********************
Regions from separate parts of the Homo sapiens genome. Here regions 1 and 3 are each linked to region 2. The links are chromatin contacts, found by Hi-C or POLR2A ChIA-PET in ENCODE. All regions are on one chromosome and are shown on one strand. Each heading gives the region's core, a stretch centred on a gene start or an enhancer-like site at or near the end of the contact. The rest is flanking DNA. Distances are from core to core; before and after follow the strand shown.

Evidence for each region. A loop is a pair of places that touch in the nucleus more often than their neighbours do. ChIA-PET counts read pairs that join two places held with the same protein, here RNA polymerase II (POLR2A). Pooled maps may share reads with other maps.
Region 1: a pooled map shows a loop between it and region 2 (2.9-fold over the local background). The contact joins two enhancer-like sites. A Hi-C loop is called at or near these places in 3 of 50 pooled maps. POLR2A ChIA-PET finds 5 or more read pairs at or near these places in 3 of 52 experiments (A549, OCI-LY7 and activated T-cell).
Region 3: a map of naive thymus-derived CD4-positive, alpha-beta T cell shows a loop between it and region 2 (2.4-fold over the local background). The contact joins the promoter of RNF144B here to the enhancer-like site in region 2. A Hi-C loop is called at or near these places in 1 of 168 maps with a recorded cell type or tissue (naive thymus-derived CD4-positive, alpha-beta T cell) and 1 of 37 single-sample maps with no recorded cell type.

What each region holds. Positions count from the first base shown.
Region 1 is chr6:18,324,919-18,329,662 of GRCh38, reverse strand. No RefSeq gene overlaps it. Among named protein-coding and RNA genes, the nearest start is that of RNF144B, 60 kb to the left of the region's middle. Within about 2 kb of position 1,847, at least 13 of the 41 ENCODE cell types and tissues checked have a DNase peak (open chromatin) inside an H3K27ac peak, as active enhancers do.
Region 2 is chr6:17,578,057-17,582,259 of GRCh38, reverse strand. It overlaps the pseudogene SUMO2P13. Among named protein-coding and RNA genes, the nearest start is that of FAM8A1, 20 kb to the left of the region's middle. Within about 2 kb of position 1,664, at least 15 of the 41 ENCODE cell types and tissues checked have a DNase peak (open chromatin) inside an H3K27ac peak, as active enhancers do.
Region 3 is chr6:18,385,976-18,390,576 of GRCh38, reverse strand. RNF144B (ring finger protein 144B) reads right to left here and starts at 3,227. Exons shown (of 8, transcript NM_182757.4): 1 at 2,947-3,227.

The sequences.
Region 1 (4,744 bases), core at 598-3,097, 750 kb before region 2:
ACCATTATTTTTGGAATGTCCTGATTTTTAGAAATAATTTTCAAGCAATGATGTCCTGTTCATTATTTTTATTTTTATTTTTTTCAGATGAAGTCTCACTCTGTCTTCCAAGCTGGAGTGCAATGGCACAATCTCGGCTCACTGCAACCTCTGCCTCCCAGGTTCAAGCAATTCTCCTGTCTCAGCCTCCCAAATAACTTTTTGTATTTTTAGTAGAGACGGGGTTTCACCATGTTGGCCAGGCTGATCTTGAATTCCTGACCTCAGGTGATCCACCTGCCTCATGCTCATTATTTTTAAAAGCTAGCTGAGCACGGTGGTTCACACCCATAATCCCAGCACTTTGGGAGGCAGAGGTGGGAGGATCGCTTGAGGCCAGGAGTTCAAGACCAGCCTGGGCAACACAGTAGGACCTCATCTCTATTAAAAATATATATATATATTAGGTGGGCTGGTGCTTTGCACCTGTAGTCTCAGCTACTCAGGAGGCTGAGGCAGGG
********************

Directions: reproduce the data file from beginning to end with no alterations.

Regions from separate parts of the Homo sapiens genome. Here regions 1 and 3 are each linked to region 2. The links are chromatin contacts, found by Hi-C or POLR2A ChIA-PET in ENCODE. All regions are on one chromosome and are shown on one strand. Each heading gives the region's core, a stretch centred on a gene start or an enhancer-like site at or near the end of the contact. The rest is flanking DNA. Distances are from core to core; before and after follow the strand shown.

Evidence for each region. A loop is a pair of places that touch in the nucleus more often than their neighbours do. ChIA-PET counts read pairs that join two places held with the same protein, here RNA polymerase II (POLR2A). Pooled maps may share reads with other maps.
Region 1: a pooled map shows a loop between it and region 2 (2.9-fold over the local background). The contact joins two enhancer-like sites. A Hi-C loop is called at or near these places in 3 of 50 pooled maps. POLR2A ChIA-PET finds 5 or more read pairs at or near these places in 3 of 52 experiments (A549, OCI-LY7 and activated T-cell).
Region 3: a map of naive thymus-derived CD4-positive, alpha-beta T cell shows a loop between it and region 2 (2.4-fold over the local background). The contact joins the promoter of RNF144B here to the enhancer-like site in region 2. A Hi-C loop is called at or near these places in 1 of 168 maps with a recorded cell type or tissue (naive thymus-derived CD4-positive, alpha-beta T cell) and 1 of 37 single-sample maps with no recorded cell type.

What each region holds. Positions count from the first base shown.
Region 1 is chr6:18,324,919-18,329,662 of GRCh38, reverse strand. No RefSeq gene overlaps it. Among named protein-coding and RNA genes, the nearest start is that of RNF144B, 60 kb to the left of the region's middle. Within about 2 kb of position 1,847, at least 13 of the 41 ENCODE cell types and tissues checked have a DNase peak (open chromatin) inside an H3K27ac peak, as active enhancers do.
Region 2 is chr6:17,578,057-17,582,259 of GRCh38, reverse strand. It overlaps the pseudogene SUMO2P13. Among named protein-coding and RNA genes, the nearest start is that of FAM8A1, 20 kb to the left of the region's middle. Within about 2 kb of position 1,664, at least 15 of the 41 ENCODE cell types and tissues checked have a DNase peak (open chromatin) inside an H3K27ac peak, as active enhancers do.
Region 3 is chr6:18,385,976-18,390,576 of GRCh38, reverse strand. RNF144B (ring finger protein 144B) reads right to left here and starts at 3,227. Exons shown (of 8, transcript NM_182757.4): 1 at 2,947-3,227.

The sequences.
Region 1 (4,744 bases), core at 598-3,097, 750 kb before region 2:
ACCATTATTTTTGGAATGTCCTGATTTTTAGAAATAATTTTCAAGCAATGATGTCCTGTTCATTATTTTTATTTTTATTTTTTTCAGATGAAGTCTCACTCTGTCTTCCAAGCTGGAGTGCAATGGCACAATCTCGGCTCACTGCAACCTCTGCCTCCCAGGTTCAAGCAATTCTCCTGTCTCAGCCTCCCAAATAACTTTTTGTATTTTTAGTAGAGACGGGGTTTCACCATGTTGGCCAGGCTGATCTTGAATTCCTGACCTCAGGTGATCCACCTGCCTCATGCTCATTATTTTTAAAAGCTAGCTGAGCACGGTGGTTCACACCCATAATCCCAGCACTTTGGGAGGCAGAGGTGGGAGGATCGCTTGAGGCCAGGAGTTCAAGACCAGCCTGGGCAACACAGTAGGACCTCATCTCTATTAAAAATATATATATATATTAGGTGGGCTGGTGCTTTGCACCTGTAGTCTCAGCTACTCAGGAGGCTGAGGCAGGG